The Different Styles and Techniques of Tattooing
Learning how to become a tattoo artist means learning a lot of different styles and techniques. While it’s tempting to want to jump in with both feet to try a little of everything at once, tattooing is like any other art form. You need to learn basic skills and them build on them as your abilities and confidence grow.
As you work through your apprenticeship, you will develop skills in all of these areas, not to mention learning about all kinds of fascinating techniques that others are using to make their art stand out and to make their customers happy.
There are great techniques out there for adding light an luminosity to your pieces, or for adding texture that looks realistic, for example.
But first, the aspiring tattoo artist will want to learn the basics:
Outlining, or lining, is the technique used to create a basic shape on skin. Usually done with a round group of needles, lines can vary from very thin to quite thick. Sometimes, tattoo artists choose to “build up” lines by using multiple passes very close together to make a thicker line.
While lining is certainly a basic tattooing skill, it is also a very important one. Even lines are necessary for a smooth, professional tattoo. They also give important definition to the design. Lining doesn’t only have to be done with black ink, like the outline in a coloring book. You can also use color with your round liner to define a particular area of a design.
Coloring is the term used for filling in areas of the design with color. This may or may not include using black ink, although some artists refer to all blank ink work as ‘shading.” Depending on the effect you want with your coloring, you may choose from a variety of techniques. Sometimes you may choose to use a series of small overlapping circles to fill in a space. In other cases, you may choose to sweep the needle across the skin with varying pressure to create more of a shading effect.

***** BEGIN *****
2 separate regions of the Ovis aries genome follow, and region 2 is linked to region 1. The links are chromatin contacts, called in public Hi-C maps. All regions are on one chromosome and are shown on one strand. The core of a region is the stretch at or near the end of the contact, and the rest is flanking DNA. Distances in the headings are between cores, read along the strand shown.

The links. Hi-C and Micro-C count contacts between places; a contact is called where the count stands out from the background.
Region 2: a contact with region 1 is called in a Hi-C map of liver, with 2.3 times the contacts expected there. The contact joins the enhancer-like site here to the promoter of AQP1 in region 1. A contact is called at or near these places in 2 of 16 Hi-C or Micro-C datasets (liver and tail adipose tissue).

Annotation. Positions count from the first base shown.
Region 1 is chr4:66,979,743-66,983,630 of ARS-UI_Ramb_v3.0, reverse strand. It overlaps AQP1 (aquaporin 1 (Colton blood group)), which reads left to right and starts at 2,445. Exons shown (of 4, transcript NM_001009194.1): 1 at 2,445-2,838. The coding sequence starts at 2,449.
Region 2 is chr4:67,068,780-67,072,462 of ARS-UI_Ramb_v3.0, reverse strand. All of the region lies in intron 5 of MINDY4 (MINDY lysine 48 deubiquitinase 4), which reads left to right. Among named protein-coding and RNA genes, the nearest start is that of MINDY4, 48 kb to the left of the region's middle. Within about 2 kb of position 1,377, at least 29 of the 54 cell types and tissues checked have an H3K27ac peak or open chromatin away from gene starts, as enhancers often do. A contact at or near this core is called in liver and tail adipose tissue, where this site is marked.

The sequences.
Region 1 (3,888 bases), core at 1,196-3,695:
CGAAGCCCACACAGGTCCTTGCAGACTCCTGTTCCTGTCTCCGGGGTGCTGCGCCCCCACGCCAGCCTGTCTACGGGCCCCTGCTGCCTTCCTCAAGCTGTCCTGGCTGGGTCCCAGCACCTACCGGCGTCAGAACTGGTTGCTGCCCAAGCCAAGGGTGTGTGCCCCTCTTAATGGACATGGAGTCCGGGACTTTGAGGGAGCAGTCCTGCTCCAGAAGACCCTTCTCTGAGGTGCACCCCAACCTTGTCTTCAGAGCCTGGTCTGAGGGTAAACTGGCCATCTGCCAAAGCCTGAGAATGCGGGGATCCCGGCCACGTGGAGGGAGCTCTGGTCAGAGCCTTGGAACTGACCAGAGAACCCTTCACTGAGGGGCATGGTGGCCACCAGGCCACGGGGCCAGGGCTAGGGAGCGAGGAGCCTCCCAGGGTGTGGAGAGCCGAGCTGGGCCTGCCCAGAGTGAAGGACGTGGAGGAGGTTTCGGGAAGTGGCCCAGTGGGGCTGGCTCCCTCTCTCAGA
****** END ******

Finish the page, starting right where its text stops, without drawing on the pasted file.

Coloring is usually done from darkest to lightest, rather than working from one side of the tattoo to the other. This is done for a couple of reasons. First, this keeps the darker colors from accidentally mixing with the lighter ones. Also, the needles, tube, and tips will have to be cleaned between colors, and you wouldn’t want to have to do so every five minutes.
Tattoo Shading is one of the things that can really make a tattoo artist. Someone who is good at shading creates images that have depth and are interesting to look at. Shading is usually done with black ink, and there are different techniques you can use to create darker or lighter shadows. For example, you can start with heavier pressure at the beginning of a stroke, lightening your touch as you lift the needle off the skin at the end of the stroke.
There are other methods for creating a lighter shade, too. Some artists will add white to black to make a custom gray. Others choose to add more water or other fluid to their black. Of course, the shade matters, but so does the artist’s understanding of how light falls and how to translate that into a tattoo.
Many people are interested in tattoos that include words, so being skilled at lettering can be a major bonus for a tattoo artist. Trends change, but something that seems to remain fairly constant is the desire to include names or quotations into tattoos. Creating nice tattoos that incorporate lettering requires you to understand concepts such as the spacing required to lay words out in an attractive way, as well as the form and function of the letters themselves.
A word to the wise when it comes to lettering: use a dictionary! Too many times, someone leaves a tattoo shop thrilled with their new ink only to have the next person they see point out that something in the design is spelled wrong. In addition to using a dictionary, have the client sign off on the spelling before you put the needle to skin.
These are just a few of the styles and techniques that a tattoo artists needs to become familiar with, but they do provide a good foundation upon which to build other skills.
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